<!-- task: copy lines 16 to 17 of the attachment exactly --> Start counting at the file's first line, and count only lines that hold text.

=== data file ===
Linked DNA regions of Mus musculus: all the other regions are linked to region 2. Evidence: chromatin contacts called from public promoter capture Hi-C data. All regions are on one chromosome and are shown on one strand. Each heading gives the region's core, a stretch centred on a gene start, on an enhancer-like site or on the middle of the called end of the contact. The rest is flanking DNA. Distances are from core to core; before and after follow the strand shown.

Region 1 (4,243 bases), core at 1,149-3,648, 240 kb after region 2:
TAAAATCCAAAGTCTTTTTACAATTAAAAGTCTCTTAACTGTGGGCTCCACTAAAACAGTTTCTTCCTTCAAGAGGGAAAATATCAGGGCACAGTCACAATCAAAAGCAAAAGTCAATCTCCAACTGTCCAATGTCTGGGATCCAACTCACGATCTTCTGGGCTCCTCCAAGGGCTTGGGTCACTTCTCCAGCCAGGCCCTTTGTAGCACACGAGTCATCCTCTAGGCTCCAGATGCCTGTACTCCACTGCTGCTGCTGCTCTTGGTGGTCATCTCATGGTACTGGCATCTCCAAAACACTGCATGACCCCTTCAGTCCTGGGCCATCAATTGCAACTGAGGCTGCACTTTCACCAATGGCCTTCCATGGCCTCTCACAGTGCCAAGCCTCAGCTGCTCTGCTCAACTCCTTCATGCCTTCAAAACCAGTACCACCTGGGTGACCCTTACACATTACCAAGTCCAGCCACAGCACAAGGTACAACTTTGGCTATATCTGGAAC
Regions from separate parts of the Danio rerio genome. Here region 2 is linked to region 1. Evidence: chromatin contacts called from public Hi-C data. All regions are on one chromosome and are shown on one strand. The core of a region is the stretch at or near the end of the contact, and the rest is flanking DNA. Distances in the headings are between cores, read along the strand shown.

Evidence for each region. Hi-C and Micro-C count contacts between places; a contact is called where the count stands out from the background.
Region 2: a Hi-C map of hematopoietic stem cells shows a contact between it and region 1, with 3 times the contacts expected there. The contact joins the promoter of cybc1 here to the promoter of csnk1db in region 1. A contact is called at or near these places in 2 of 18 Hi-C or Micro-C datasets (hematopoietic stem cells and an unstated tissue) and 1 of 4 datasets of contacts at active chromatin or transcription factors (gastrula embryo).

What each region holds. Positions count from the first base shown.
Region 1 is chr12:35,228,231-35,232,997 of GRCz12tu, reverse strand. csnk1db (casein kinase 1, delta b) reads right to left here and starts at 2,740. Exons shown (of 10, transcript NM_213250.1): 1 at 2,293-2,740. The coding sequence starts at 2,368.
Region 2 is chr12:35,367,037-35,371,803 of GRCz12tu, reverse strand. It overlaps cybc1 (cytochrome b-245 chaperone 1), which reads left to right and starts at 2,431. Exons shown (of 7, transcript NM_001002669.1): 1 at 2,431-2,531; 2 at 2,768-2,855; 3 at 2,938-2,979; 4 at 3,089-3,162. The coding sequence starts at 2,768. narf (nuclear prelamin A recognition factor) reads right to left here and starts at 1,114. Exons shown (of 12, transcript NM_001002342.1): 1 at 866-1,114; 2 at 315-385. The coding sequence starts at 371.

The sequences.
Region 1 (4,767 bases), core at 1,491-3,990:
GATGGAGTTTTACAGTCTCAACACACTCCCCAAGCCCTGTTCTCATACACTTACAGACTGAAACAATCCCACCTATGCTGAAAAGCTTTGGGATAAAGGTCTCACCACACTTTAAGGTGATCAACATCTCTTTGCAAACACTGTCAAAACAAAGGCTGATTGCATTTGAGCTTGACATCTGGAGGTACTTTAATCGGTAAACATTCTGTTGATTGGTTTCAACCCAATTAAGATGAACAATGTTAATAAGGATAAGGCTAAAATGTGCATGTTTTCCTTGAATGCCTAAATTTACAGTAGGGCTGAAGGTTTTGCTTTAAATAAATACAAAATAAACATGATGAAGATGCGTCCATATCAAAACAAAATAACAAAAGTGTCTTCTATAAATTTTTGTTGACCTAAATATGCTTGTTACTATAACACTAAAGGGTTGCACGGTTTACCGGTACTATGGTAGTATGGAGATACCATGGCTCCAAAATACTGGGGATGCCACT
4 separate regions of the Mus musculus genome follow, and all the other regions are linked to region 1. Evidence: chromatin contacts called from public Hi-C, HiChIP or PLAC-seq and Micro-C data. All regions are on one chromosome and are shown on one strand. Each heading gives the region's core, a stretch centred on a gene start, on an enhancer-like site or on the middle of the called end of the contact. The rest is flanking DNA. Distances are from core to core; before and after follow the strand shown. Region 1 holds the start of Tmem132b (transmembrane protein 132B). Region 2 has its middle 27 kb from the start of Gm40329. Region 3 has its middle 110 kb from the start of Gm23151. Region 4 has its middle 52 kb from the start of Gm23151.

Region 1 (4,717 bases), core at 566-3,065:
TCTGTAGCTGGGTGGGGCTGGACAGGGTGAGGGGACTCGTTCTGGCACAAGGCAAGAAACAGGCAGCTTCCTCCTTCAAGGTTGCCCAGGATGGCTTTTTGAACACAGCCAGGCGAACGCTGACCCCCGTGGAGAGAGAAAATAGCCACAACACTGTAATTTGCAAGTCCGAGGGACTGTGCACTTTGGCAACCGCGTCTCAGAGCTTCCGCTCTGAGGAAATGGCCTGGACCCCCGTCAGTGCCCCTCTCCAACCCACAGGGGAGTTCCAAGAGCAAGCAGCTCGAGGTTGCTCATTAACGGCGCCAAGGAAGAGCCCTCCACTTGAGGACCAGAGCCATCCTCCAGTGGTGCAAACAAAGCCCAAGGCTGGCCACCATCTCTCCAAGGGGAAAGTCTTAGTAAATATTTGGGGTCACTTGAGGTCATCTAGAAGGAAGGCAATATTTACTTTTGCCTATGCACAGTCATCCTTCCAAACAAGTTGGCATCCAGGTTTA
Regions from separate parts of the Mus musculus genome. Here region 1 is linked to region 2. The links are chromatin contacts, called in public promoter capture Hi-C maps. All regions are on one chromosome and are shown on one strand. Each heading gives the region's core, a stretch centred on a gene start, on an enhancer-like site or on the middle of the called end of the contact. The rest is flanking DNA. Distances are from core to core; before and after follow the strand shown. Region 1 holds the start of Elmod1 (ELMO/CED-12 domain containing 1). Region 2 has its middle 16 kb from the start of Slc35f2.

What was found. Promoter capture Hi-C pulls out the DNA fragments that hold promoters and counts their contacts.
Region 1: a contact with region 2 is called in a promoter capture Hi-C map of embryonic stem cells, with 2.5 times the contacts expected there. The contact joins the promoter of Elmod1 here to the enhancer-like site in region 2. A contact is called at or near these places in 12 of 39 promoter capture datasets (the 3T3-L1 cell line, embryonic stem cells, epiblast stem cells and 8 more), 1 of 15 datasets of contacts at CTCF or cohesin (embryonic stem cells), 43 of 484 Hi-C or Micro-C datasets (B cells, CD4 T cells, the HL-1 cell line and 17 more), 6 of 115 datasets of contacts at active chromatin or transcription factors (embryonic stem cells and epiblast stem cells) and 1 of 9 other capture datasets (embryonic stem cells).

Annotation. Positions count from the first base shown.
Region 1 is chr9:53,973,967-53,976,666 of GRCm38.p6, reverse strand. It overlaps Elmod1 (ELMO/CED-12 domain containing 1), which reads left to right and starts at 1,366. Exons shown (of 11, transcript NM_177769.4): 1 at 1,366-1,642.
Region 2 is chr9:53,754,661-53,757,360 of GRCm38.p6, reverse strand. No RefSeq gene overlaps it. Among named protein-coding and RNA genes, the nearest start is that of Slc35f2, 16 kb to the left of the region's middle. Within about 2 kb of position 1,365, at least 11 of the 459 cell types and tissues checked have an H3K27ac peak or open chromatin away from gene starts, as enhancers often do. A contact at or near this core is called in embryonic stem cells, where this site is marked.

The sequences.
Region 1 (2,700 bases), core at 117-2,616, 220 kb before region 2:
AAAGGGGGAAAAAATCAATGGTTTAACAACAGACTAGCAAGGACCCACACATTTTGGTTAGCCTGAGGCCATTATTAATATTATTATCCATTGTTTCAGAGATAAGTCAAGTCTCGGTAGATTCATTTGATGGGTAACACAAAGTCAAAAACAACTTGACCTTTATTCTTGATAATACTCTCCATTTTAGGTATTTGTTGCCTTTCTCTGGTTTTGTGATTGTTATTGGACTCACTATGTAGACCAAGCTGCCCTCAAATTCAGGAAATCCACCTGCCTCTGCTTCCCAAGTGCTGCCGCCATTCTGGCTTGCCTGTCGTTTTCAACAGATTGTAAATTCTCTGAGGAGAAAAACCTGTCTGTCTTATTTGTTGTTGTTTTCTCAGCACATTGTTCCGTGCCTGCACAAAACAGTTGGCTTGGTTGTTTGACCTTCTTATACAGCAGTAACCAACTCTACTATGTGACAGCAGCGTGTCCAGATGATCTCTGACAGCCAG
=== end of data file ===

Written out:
Regions from separate parts of the Mus musculus genome. Here region 1 is linked to region 2. The links are chromatin contacts, called in public promoter capture Hi-C maps. All regions are on one chromosome and are shown on one strand. Each heading gives the region's core, a stretch centred on a gene start, on an enhancer-like site or on the middle of the called end of the contact. The rest is flanking DNA. Distances are from core to core; before and after follow the strand shown. Region 1 holds the start of Elmod1 (ELMO/CED-12 domain containing 1). Region 2 has its middle 16 kb from the start of Slc35f2.

What was found. Promoter capture Hi-C pulls out the DNA fragments that hold promoters and counts their contacts.